We have previously proposed that CDDP uptake by sensitive GLC4 cells is the sum of two components: an energy-dependent pathway and passive diffusion. The active component is deficient in the GLC4/CDDP subline. The actively transported species is hydro-derivative, probably [Pt(NH3)2(H2O) OH]+ or [Pt(NH3)2(H2O)Cl] + (24). Cationic aquated species are more reactive with DNA, producing intra- and inter-strand adducts and, consequently, the cytotoxic effects. Therefore, one can speculate that the CDDP delivery by stealth pH-sensitive liposomes favors the formation of hydrated species. It is known that CDDP is almost completely converted to the monohydro species at pH 6.0 (80%) (33). As the stealth pH-sensitive liposomes enter the cells by endocytosis, the release of CDDP might occur as a consequence of the acidification process inside the endosomes, as explained above. Inside late endosomes the pH ranges from 5.5 to 6.0, and consequently, the main species present is the aquohydroxy-derivative. This could explain the achievement of a similar cytotoxicity level with the presence of a lower intracellular platinum concentration.
Finally, it is noteworthy that the stealth pH-sensitive liposomes might offer advantages over conventional liposomes due to their ability to deliver their contents into the cytoplasm. These liposomes can be an alternative to solve the clinical failure observed with the use of stealth liposomes in the treatment of neck and head carcinoma (34). The authors believe that the clinical inefficacy results from the low release of CDDP. To solve this problem would be appropriate to improve liposome composition. Thus, the present study allowed us to determine more adequate conditions for the encapsulation of CDDP into stealth pH-sensitive liposomes. These stealth pH-sensitive liposomes are stable in plasma and this finding is important to the in vivo evaluation of their antitumoral efficacy and pharmacokinetics. Moreover, these liposomes proved to be active against a type of lung tumor cell line (A549) and to provide an excellent strategy to circumvent the pre-clinical resistance to treatment with CDDP. These carriers were able to introduce the same level of CDDP into resistant and sensitive cells after incubation with equal CDDP concentrations.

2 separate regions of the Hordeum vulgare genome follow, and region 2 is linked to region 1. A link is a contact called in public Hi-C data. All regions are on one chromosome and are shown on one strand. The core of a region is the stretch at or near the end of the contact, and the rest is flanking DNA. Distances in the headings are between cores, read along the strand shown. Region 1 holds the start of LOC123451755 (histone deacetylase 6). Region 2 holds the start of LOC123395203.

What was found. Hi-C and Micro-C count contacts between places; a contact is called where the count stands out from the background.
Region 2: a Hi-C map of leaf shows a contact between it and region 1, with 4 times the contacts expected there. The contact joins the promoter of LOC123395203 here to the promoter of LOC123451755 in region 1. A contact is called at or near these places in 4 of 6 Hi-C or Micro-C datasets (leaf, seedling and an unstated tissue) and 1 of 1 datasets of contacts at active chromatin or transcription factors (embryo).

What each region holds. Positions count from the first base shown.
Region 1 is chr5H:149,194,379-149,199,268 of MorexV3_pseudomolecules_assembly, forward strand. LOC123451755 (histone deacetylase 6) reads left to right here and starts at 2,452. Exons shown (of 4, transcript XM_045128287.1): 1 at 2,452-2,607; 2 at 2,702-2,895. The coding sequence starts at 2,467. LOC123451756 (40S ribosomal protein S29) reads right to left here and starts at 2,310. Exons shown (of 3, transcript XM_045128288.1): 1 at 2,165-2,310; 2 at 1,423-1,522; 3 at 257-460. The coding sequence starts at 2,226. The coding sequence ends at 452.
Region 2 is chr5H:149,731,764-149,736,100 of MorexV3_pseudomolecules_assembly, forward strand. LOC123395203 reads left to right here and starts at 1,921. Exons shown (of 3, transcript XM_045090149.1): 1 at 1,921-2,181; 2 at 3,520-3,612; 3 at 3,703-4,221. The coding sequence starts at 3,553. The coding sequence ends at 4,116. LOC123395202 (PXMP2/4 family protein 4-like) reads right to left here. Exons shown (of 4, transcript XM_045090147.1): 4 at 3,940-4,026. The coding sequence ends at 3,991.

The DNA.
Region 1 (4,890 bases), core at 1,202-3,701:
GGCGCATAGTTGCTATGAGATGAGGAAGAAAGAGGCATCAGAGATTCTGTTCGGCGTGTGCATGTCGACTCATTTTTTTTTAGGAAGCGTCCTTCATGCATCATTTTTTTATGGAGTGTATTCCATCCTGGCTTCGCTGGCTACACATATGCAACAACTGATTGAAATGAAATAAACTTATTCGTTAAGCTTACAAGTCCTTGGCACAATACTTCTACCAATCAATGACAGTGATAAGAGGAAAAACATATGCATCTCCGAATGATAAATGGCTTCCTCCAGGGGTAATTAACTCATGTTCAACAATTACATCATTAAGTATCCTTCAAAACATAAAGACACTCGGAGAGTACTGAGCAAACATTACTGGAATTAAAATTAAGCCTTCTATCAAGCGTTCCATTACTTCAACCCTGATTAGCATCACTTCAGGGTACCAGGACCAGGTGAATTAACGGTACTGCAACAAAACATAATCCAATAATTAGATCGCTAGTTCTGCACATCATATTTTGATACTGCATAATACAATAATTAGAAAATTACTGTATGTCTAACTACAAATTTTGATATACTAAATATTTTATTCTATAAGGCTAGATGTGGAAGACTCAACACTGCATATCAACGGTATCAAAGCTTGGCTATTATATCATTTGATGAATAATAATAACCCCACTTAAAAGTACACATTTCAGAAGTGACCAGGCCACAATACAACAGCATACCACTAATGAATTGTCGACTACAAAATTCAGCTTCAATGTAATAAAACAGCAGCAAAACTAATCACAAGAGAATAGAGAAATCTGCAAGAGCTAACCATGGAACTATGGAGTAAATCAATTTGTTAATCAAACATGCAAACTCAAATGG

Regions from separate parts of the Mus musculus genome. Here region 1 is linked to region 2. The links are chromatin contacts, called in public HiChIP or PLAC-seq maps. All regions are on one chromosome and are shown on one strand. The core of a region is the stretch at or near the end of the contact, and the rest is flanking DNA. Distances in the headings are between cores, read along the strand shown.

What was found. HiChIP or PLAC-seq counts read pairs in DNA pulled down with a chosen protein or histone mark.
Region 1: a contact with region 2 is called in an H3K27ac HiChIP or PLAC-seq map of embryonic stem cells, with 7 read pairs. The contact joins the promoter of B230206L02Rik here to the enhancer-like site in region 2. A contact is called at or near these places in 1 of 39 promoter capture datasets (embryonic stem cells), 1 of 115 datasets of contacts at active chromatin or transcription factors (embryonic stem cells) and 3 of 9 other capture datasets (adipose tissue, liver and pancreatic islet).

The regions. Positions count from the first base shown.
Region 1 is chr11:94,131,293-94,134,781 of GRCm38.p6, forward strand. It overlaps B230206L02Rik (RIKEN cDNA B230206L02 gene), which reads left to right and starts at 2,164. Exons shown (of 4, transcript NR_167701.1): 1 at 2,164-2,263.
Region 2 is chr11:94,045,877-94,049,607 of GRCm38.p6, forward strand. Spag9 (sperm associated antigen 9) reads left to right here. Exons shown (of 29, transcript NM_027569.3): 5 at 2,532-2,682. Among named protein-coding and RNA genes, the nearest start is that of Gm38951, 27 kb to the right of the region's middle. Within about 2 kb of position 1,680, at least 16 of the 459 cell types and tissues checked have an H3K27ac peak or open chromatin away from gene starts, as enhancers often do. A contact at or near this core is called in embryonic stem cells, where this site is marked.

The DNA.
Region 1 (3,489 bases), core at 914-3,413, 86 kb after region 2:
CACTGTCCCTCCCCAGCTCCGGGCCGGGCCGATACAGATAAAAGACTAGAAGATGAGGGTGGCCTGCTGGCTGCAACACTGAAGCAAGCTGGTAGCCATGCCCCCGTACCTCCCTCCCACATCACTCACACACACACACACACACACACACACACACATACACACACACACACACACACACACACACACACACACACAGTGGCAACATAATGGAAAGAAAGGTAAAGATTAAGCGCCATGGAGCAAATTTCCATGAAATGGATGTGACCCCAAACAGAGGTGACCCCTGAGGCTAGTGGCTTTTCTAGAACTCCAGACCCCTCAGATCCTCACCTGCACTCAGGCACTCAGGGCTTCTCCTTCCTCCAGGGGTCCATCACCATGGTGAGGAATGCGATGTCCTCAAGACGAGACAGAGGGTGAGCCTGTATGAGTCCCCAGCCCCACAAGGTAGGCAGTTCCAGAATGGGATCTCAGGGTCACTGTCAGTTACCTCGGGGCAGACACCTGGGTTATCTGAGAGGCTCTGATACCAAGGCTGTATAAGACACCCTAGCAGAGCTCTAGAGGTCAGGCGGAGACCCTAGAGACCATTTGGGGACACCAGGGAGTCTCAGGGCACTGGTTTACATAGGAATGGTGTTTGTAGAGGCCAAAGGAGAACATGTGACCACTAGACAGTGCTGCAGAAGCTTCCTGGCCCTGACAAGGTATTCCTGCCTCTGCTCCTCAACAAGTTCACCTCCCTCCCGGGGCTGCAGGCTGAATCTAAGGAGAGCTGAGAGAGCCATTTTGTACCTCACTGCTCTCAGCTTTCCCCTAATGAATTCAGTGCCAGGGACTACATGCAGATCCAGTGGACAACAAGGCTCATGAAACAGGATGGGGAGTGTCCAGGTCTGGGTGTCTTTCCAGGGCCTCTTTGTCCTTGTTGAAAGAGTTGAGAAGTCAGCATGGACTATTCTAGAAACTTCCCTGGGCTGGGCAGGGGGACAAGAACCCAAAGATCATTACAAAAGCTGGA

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|Table 2. IC50, resistance factor (RF) and intracellular platinum concentrations after 3 days of incubation with CDDP or liposomal CDDP.|
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The authors gratefully acknowledge Lipoid GmBh and Quiral Química do Brasil S.A. for providing materials. We are also grateful to Prof. Elzíria Aguiar Nunan for help with the statistical analysis.
Address for correspondence: M.C. De Oliveira, Departamento de Produtos Farmacêuticos, Faculdade de Farmácia, UFMG, Av. Antônio Carlos, 6627, 31270-901 Belo Horizonte, MG, Brasil. Fax: +55-31-3499-6935. E-mail: firstname.lastname@example.org
Research supported by FAPEMIG and CNPq. A.D. Carvalho Júnior was the recipient of a CAPES fellowship. Received April 10, 2006. Accepted March 26, 2007.